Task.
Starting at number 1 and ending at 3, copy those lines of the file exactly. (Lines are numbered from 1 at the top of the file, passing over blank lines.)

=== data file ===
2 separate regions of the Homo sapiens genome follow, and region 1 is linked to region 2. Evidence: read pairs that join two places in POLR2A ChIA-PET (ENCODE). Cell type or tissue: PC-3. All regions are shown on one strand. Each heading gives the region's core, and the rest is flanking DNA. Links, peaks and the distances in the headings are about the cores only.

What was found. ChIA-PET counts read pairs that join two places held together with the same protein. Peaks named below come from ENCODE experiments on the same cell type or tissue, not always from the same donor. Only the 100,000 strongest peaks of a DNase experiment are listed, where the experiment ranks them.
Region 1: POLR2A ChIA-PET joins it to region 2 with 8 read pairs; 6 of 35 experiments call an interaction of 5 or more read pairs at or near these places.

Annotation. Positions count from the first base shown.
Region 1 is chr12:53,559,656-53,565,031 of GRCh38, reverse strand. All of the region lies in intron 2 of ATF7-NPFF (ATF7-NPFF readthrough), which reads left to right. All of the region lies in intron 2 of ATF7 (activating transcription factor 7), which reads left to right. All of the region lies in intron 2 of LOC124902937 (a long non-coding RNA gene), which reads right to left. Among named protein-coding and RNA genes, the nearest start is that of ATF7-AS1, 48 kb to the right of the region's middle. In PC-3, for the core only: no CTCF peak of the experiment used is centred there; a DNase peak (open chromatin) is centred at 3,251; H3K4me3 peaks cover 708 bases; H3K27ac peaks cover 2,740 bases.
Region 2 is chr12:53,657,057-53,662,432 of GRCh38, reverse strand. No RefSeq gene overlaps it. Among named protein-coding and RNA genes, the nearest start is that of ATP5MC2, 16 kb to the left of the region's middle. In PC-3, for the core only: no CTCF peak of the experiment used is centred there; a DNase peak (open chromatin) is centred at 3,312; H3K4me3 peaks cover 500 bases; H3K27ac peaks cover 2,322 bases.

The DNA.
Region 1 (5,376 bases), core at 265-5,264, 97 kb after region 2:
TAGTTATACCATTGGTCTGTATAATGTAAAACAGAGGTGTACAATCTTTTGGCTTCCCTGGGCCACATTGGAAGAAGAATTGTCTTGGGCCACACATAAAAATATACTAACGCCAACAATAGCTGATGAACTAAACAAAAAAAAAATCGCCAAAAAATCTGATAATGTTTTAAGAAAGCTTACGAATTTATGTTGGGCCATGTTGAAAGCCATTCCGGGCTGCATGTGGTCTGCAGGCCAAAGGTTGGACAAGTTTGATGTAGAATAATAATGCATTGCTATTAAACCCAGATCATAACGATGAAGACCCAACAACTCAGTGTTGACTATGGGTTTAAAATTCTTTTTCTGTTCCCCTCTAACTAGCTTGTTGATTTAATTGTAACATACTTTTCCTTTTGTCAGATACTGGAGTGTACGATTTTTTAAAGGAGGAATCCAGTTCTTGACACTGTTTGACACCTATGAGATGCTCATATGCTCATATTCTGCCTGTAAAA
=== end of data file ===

2 separate regions of the Homo sapiens genome follow, and region 1 is linked to region 2. Evidence: read pairs that join two places in POLR2A ChIA-PET (ENCODE). Cell type or tissue: PC-3. All regions are shown on one strand. Each heading gives the region's core, and the rest is flanking DNA. Links, peaks and the distances in the headings are about the cores only.

What was found. ChIA-PET counts read pairs that join two places held together with the same protein. Peaks named below come from ENCODE experiments on the same cell type or tissue, not always from the same donor. Only the 100,000 strongest peaks of a DNase experiment are listed, where the experiment ranks them.
Region 1: POLR2A ChIA-PET joins it to region 2 with 8 read pairs; 6 of 35 experiments call an interaction of 5 or more read pairs at or near these places.